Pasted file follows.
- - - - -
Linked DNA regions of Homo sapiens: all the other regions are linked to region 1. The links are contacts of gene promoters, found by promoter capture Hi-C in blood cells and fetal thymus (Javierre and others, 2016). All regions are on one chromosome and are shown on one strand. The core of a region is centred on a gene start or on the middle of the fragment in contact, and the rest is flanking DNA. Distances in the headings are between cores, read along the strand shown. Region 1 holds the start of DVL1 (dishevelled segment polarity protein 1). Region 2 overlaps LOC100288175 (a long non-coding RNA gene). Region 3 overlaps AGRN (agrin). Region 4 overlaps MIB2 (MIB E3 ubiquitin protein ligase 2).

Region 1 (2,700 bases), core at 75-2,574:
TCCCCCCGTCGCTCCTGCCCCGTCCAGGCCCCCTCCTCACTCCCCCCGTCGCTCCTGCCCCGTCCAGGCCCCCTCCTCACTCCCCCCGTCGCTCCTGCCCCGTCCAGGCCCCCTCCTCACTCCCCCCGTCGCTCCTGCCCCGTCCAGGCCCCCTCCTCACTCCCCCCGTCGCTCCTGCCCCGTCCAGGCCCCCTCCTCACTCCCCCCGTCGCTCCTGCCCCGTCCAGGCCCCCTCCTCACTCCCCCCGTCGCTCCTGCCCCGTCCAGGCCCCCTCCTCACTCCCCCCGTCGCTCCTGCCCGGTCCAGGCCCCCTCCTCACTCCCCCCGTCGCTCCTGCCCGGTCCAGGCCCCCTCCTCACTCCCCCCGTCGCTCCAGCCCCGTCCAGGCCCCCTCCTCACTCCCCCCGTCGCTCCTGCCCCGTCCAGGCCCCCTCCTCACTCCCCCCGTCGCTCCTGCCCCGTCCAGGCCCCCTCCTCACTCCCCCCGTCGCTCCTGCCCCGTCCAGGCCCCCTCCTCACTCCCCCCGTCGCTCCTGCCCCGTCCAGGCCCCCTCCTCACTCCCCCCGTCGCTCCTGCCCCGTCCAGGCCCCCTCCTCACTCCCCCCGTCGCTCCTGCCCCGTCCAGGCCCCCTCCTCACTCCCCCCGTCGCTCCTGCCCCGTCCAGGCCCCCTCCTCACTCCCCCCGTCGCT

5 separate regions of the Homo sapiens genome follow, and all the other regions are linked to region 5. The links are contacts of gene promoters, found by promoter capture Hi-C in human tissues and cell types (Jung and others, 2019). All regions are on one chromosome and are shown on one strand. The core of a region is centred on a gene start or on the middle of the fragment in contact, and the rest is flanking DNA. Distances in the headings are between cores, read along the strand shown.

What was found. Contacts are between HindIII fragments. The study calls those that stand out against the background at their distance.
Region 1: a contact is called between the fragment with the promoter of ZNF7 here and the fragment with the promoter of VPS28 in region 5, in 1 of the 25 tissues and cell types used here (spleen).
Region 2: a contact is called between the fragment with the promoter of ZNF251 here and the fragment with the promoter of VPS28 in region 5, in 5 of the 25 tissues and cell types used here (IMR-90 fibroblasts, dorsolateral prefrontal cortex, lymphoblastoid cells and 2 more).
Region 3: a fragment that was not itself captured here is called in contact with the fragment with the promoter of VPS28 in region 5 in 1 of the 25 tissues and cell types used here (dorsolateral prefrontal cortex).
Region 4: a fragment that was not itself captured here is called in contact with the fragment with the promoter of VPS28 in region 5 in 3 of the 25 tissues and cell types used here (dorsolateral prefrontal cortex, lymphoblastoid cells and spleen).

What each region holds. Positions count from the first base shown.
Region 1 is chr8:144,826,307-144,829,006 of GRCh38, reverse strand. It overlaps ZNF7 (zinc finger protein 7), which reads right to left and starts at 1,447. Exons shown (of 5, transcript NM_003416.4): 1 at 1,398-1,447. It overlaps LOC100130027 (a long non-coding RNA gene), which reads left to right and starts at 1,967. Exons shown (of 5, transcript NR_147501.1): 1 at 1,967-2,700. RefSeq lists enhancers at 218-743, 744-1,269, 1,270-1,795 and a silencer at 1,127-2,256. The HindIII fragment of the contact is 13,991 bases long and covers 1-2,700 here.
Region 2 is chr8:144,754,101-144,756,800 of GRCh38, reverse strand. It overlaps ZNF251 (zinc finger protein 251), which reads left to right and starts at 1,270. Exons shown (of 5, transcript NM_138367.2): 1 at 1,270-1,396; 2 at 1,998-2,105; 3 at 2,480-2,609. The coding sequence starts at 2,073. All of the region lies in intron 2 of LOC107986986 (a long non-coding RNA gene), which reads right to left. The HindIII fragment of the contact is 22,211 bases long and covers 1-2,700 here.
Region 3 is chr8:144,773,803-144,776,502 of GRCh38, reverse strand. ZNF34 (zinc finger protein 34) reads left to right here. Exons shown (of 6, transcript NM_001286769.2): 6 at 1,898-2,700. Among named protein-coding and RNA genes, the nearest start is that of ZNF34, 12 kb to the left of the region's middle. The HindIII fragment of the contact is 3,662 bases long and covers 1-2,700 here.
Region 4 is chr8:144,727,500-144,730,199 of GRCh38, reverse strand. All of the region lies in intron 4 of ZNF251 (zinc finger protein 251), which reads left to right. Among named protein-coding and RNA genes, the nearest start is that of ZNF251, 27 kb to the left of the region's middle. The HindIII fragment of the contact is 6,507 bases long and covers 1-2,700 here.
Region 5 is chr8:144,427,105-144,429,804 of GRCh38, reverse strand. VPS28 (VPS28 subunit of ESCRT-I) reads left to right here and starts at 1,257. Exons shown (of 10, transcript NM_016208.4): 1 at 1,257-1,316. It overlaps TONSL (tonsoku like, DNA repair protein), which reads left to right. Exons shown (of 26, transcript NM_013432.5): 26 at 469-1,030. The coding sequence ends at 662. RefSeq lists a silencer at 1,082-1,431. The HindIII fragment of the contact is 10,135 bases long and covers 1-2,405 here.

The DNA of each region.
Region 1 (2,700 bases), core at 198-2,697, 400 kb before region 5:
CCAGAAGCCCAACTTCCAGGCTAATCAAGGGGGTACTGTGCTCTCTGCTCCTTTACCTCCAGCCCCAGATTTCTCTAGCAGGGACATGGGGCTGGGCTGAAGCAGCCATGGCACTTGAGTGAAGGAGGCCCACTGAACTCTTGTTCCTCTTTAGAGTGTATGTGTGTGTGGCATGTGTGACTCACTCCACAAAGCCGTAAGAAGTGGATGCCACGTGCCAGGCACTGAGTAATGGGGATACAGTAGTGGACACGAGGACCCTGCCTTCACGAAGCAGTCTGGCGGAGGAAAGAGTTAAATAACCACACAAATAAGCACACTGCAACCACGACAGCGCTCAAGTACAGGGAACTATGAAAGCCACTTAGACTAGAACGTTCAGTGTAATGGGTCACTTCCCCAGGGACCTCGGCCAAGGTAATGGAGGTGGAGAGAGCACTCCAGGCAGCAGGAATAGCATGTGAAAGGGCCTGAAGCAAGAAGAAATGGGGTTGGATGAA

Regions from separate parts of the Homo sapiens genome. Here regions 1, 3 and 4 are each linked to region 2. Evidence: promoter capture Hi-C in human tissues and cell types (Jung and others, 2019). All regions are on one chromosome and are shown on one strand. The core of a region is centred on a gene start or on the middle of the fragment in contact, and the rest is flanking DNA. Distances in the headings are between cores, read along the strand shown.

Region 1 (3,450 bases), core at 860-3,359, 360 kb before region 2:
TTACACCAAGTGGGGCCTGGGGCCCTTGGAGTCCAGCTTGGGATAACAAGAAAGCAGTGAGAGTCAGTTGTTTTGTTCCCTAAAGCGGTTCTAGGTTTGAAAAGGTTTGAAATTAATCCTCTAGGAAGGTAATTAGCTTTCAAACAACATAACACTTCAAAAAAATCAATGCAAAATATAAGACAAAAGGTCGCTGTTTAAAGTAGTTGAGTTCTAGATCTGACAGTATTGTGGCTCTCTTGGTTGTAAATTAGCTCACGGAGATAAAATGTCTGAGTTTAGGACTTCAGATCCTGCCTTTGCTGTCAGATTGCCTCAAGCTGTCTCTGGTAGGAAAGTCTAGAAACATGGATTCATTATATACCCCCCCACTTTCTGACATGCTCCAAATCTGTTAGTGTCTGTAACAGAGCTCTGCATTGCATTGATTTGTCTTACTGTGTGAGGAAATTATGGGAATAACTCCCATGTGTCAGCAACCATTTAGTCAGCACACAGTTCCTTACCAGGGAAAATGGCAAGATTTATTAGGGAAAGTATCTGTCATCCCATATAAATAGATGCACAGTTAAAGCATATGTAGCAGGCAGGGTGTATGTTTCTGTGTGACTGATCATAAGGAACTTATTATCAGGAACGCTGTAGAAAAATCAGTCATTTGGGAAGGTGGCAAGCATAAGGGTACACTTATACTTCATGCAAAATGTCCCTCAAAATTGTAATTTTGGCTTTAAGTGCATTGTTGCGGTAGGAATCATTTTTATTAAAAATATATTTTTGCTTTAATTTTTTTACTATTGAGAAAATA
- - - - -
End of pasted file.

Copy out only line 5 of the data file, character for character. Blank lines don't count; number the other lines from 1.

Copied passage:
What was found. Contacts are between HindIII fragments. The study calls those that stand out against the background at their distance.